Property Tax Exemptions
Florida Statutes define property tax exemptions that are available in the State of Florida. Application for these exemptions must be made between January 1st and March 1st of the year for which you apply. The initial application must be made in person at the Property Appraiser's office. If you are confined to you home, arrangements can be made to accommodate you particular situation. Failure to apply for any exemption by March 1st constitutes a waiver of the exemption for that year. You as property owner would then have to wait until the following year to apply. There are provisions within the statues to allow for a late filing of applications for extenuating circumstances.
EXEMPTIONS FOR WHICH YOU MAY BE ELIGIBLE
After the original application has been filed and approved, most exemptions are renewed automatically by the Property Appraiser. This is based on Florida Statutes and approved by the Board of County Commissioners. This automatic renewal helps to ensure you do not lose your exemption simply because you failed to renew one year. However, there are some exemptions that must be renewed annually by the property owner.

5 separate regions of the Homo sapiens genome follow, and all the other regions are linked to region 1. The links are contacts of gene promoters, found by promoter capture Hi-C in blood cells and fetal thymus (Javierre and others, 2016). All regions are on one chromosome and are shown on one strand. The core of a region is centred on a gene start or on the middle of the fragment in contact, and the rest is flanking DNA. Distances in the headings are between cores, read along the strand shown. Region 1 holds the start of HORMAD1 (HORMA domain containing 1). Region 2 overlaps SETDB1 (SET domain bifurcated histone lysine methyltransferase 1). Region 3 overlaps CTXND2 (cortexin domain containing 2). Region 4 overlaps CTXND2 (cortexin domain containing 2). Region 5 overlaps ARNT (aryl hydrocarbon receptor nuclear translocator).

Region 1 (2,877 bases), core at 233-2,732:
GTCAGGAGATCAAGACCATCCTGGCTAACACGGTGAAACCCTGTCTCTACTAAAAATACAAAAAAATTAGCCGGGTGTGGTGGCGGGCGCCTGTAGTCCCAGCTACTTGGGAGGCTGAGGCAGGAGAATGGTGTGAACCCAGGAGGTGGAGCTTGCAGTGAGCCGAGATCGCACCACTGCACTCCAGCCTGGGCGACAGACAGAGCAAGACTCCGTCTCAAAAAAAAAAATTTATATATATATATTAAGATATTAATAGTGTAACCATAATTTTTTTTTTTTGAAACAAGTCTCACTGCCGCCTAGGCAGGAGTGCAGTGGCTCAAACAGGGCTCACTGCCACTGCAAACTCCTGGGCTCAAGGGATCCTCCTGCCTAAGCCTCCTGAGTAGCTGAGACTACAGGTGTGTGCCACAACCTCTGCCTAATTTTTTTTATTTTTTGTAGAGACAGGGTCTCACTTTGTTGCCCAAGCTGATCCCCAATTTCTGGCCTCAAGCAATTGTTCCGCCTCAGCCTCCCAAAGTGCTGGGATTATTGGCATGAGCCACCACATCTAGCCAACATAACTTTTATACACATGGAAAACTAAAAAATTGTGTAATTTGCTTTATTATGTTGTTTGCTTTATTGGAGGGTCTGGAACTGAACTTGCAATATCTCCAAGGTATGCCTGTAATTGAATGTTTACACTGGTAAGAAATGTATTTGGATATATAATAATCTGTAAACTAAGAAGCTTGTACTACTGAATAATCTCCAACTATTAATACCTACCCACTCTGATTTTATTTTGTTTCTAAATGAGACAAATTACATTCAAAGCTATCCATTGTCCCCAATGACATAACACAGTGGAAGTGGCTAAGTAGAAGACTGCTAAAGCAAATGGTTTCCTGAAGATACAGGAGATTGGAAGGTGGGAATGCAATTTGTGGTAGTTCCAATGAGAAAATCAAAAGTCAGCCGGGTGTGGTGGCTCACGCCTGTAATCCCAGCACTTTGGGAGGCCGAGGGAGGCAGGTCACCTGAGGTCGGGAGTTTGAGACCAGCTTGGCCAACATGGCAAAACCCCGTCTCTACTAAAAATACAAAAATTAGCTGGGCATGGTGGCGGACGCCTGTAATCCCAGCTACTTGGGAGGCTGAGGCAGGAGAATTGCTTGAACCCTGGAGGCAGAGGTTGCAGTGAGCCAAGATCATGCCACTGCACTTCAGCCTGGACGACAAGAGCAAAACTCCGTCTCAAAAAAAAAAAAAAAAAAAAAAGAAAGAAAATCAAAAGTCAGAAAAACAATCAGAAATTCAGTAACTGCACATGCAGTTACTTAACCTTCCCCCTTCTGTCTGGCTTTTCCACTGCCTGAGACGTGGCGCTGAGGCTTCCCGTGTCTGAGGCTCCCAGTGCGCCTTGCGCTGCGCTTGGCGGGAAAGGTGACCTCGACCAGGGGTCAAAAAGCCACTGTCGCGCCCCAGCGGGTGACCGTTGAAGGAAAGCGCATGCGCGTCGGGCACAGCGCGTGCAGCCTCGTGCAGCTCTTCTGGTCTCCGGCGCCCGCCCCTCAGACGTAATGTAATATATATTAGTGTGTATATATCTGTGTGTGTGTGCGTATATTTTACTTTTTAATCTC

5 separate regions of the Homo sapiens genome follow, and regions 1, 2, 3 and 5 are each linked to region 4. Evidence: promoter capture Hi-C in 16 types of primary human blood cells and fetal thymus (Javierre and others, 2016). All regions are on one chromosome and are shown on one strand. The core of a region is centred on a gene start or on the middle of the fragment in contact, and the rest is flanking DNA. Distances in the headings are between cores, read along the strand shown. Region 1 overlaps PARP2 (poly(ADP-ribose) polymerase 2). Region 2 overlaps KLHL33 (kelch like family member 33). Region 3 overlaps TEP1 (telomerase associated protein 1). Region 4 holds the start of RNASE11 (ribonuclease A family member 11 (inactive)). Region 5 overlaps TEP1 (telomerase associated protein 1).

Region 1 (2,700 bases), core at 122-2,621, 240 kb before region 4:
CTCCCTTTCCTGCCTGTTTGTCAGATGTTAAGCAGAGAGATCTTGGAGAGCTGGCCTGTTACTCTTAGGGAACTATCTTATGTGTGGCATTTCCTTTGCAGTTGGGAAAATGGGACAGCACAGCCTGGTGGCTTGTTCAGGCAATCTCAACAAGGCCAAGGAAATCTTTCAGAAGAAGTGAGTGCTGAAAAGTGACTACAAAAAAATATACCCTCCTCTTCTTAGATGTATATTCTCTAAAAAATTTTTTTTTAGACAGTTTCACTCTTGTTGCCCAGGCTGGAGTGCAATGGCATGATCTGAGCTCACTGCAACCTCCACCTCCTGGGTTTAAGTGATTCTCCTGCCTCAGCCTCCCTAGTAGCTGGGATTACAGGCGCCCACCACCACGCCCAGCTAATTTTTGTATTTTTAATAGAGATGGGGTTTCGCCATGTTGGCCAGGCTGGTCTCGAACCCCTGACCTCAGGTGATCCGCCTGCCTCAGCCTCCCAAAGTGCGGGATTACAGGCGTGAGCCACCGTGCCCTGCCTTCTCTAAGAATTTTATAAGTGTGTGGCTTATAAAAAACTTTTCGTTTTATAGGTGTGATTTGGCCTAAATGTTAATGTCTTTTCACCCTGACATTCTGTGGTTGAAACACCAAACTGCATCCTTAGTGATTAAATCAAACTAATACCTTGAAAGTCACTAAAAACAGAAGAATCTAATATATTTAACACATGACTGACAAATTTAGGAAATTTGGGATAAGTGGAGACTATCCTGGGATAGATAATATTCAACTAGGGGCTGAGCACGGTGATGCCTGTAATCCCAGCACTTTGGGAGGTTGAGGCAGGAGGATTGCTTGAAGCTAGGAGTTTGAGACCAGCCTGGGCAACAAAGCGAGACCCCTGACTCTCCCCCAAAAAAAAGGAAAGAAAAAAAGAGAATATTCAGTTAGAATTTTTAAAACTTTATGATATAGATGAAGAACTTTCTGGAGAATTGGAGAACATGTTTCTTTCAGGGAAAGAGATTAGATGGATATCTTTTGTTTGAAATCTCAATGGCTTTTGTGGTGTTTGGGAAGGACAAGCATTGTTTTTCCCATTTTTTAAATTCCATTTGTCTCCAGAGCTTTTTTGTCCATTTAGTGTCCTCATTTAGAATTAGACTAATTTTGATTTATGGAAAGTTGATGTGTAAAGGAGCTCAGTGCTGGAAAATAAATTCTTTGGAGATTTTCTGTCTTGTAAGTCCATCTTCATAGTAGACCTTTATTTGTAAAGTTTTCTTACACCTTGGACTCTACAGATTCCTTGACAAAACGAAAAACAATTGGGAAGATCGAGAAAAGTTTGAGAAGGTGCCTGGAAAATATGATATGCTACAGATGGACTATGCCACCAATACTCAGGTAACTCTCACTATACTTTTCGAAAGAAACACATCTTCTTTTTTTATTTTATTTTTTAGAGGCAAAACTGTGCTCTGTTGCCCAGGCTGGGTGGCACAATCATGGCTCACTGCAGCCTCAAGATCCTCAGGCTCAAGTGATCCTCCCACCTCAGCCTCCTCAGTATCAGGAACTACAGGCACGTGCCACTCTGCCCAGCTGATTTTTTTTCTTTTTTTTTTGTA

IMPORTANT: SUWANNEE COUNTY DOES NOT ACCEPT ON-LINE APPLICATIONS
$25,000 HOMESTEAD EXEMPTION
A Florida resident who owns a dwelling and makes it his/her permanent legal residence is eligible to apply for homestead exemption. The following requirements are a necessary part of you application for homestead exemption:
1.) You must have legal or equitable title to the real property as of January 1st of the year for which you are applying.
2.) As of January 1st of the year you apply, you must in good faith make the property on which you are applying your permanent legal residence. This also applies to renewals.
3.) You must present Social Security numbers for all owners of the property as part of the application. These numbers are held confidential in our files and are supplied to the Florida Department of Revenue per Florida Statues.